READ THIS BOOK November 2014

Each month, we ask a member of the Vanderbilt Divinity School faculty to recommend a book they are currently reading. Our November recommendation is offered by Ellen Armour, E. Rhodes and Leona B. Carpenter Chair in Feminist Theology, Director of the Carpenter Program in Religion, Gender, and Sexuality.




The U.S. may be moving rather quickly toward acceptance of same sex marriage, but controversies over the full inclusion of people who identify as lesbian, gay, bisexual, transgendered, transsexual, or queer (LGBTQ) continue to divide communities of faith.  This week here in Nashville, the Ethics and Religious Liberties Commission of the Southern Baptist Convention is hosting a conference on “The Gospel, Homosexuality, and Same Sex Marriage,” an event focused, according to its organizers, on helping attendees understand how to defend (so-called) traditional marriage and speak the truth (with love) to those who disagree with them. Last week, news broke that Crescent Hill Baptist Church just up the road in Louisville KY – pastored now by VDS alumnus Jason Crosby – will likely be disfellowshipped by the Kentucky Baptist Convention for its recent decision to adopt a welcoming and affirming stance. South of us, well known Baptist ethicist David P. Gushee (on the faculty at McAfee School of Theology at Mercer University) announced that his thinking on the matter has changed and he now supports full inclusion of LGBTQ people in the life of the church. And the list goes on…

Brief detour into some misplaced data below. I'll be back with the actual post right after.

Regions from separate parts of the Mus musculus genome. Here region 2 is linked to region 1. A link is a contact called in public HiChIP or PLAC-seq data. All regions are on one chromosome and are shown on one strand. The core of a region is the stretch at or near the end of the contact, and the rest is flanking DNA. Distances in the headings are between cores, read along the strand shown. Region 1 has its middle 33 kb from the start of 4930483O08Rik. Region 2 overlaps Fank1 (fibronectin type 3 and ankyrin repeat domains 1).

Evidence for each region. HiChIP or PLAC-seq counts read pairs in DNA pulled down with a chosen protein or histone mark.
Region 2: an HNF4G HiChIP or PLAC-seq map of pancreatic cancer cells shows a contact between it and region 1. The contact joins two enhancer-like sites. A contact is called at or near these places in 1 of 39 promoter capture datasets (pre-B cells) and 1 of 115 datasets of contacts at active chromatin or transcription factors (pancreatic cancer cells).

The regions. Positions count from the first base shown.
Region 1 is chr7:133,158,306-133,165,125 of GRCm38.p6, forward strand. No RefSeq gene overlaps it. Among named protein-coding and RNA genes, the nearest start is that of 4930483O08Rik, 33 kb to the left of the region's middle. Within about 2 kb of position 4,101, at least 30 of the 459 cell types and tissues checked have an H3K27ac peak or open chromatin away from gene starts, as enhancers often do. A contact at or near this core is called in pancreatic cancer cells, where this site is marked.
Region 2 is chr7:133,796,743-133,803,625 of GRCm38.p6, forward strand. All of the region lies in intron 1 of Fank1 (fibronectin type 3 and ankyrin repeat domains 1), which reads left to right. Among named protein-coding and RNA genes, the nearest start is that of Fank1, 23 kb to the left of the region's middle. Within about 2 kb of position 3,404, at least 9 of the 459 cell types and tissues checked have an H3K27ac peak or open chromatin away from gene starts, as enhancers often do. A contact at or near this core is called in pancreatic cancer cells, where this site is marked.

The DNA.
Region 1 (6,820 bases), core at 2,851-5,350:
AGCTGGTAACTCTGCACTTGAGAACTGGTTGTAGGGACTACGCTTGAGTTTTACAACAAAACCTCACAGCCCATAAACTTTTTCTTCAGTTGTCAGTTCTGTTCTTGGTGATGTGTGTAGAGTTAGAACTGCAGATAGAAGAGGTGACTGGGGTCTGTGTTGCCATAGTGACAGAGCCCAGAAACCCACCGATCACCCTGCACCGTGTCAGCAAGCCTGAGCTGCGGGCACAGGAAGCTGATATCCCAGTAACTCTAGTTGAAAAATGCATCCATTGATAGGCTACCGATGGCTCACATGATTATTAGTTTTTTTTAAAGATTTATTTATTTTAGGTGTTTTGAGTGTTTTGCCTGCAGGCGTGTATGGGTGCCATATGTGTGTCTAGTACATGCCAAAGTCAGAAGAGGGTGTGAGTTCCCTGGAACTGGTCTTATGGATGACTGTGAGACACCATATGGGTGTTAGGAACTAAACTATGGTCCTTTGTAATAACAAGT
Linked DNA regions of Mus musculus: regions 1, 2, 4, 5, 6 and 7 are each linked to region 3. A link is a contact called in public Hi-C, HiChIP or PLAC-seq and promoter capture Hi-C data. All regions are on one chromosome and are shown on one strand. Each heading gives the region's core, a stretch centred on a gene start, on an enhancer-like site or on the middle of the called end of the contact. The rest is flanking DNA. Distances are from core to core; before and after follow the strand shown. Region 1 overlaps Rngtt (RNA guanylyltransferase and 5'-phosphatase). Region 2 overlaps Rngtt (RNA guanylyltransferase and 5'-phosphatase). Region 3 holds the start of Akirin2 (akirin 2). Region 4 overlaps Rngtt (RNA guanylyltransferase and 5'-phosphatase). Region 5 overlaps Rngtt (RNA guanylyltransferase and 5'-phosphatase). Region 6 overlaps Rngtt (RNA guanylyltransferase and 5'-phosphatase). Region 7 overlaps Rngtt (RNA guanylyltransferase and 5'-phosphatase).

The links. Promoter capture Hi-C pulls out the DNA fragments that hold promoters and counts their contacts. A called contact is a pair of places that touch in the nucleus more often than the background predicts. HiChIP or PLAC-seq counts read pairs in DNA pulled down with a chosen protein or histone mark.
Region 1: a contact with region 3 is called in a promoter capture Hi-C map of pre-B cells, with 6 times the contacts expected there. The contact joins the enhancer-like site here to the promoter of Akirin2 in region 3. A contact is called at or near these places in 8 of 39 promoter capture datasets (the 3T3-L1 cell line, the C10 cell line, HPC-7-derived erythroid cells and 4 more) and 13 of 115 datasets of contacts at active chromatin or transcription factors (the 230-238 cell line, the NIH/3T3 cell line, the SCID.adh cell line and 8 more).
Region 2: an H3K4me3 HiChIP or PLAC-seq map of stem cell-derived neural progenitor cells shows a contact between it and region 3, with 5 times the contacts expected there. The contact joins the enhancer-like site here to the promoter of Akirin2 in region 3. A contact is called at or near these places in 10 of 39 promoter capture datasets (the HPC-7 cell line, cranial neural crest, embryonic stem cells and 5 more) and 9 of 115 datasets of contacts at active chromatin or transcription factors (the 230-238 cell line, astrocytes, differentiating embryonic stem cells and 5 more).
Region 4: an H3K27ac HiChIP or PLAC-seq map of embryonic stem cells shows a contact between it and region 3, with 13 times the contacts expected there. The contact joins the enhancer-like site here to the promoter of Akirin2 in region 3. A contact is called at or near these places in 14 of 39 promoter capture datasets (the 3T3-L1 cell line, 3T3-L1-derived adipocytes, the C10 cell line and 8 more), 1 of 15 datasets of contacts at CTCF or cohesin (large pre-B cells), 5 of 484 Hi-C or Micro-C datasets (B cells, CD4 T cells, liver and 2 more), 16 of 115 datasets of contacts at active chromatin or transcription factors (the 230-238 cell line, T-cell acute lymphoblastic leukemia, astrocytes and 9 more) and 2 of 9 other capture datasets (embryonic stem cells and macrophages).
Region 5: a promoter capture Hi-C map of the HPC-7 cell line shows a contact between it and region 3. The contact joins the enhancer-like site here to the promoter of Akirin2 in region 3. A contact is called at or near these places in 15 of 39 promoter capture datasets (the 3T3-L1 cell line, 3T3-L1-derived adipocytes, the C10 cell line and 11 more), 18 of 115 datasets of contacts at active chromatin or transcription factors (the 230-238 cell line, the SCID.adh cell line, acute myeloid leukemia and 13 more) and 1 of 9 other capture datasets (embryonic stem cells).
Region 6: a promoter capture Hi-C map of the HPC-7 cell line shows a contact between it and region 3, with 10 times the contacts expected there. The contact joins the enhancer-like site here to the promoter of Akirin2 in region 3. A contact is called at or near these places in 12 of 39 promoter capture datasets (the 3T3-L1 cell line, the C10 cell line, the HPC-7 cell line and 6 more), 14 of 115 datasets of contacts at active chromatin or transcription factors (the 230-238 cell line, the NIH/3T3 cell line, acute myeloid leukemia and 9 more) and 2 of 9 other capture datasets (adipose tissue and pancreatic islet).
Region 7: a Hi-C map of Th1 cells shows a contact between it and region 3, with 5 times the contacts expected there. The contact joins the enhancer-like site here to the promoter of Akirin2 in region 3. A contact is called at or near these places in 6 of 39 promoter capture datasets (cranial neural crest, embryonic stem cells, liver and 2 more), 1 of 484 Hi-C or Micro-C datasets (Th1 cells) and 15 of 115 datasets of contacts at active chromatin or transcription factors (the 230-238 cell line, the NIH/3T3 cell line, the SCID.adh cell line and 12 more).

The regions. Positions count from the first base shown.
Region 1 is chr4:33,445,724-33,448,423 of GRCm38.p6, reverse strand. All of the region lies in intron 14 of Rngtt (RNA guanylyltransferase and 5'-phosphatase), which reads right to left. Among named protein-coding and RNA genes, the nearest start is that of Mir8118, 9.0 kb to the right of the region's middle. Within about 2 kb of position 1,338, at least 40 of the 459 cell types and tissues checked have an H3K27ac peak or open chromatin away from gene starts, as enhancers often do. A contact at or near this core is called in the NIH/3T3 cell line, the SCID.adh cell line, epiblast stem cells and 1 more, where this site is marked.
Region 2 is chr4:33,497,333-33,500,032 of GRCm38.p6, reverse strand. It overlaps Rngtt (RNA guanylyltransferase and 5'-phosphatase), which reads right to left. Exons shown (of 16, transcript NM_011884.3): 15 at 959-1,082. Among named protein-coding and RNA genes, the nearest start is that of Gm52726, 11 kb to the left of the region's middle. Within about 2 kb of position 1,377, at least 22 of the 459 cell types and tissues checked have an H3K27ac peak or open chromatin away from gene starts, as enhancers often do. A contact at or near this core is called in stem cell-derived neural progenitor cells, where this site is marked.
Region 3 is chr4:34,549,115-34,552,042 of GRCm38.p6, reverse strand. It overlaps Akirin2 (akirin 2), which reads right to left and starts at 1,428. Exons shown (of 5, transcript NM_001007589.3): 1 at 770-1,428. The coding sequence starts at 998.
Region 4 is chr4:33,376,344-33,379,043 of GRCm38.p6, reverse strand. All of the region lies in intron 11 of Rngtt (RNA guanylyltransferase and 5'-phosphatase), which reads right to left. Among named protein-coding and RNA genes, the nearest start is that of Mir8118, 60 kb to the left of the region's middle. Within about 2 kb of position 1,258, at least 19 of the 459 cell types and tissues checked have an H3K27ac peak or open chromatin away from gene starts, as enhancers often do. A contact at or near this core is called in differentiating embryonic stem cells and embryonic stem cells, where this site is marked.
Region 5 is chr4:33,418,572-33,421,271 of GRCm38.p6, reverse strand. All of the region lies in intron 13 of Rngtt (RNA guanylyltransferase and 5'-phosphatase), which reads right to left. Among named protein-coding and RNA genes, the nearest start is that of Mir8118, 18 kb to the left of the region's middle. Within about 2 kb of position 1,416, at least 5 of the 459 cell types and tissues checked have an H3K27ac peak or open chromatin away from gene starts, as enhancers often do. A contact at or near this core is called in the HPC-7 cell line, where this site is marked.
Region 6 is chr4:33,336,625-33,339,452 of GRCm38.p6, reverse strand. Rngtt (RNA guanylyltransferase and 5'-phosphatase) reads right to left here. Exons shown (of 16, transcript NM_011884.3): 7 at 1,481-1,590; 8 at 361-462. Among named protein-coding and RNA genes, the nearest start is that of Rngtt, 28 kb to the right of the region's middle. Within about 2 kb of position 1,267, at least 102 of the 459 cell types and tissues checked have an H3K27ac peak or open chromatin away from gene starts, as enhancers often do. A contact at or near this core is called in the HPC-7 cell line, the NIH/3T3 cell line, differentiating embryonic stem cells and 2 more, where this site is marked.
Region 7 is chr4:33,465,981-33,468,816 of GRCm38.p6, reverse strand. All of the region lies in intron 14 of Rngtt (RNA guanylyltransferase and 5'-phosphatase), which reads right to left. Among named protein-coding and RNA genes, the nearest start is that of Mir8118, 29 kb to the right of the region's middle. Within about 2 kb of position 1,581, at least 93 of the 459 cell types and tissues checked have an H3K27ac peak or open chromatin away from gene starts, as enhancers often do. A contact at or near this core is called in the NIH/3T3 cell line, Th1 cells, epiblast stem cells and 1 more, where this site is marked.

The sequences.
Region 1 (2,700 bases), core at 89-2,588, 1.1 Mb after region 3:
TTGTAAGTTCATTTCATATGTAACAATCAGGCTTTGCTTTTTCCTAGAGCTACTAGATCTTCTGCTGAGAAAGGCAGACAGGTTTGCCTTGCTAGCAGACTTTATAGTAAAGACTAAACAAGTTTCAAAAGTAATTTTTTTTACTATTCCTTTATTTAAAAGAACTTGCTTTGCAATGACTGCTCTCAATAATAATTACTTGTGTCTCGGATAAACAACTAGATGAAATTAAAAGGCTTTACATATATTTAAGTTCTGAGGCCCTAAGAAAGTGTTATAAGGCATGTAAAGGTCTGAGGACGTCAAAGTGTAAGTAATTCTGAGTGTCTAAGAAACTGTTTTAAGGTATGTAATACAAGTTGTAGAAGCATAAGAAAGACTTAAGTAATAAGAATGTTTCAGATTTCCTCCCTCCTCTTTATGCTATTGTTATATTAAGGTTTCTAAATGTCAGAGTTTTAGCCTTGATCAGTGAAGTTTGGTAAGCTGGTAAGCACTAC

With that in mind, let me recommend to you a book that I have found to be very helpful in thinking about these conflicts: Dawne Moon’s God, Sex and Politics: Homosexuality and Everyday Theologies (Chicago: University of Chicago Press, 2004). An ethnographer, Moon studied two Methodist congregations – one conservative, one progressive – that were engaged in debates over homosexuality’s compatibility with Christian faith and practice.  In compelling and accessible prose (it’s a real page turner, I promise!), Moon describes in rich detail the shape that these debates took in each congregation. She helps us see the role that theological differences play in them—not just over biblical interpretation but over how people of faith understand God and sin, as well. Moon’s study also illuminates the roles that modes of handling conflict (or, more often, avoiding it) played in these debates. She stops short – as she should, given the principles of ethnographic study – of offering recommendations for managing these conflicts more productively, but there are surely timely practical as well as theological lessons to be learned from immersing oneself by proxy in these two congregations’ experiences.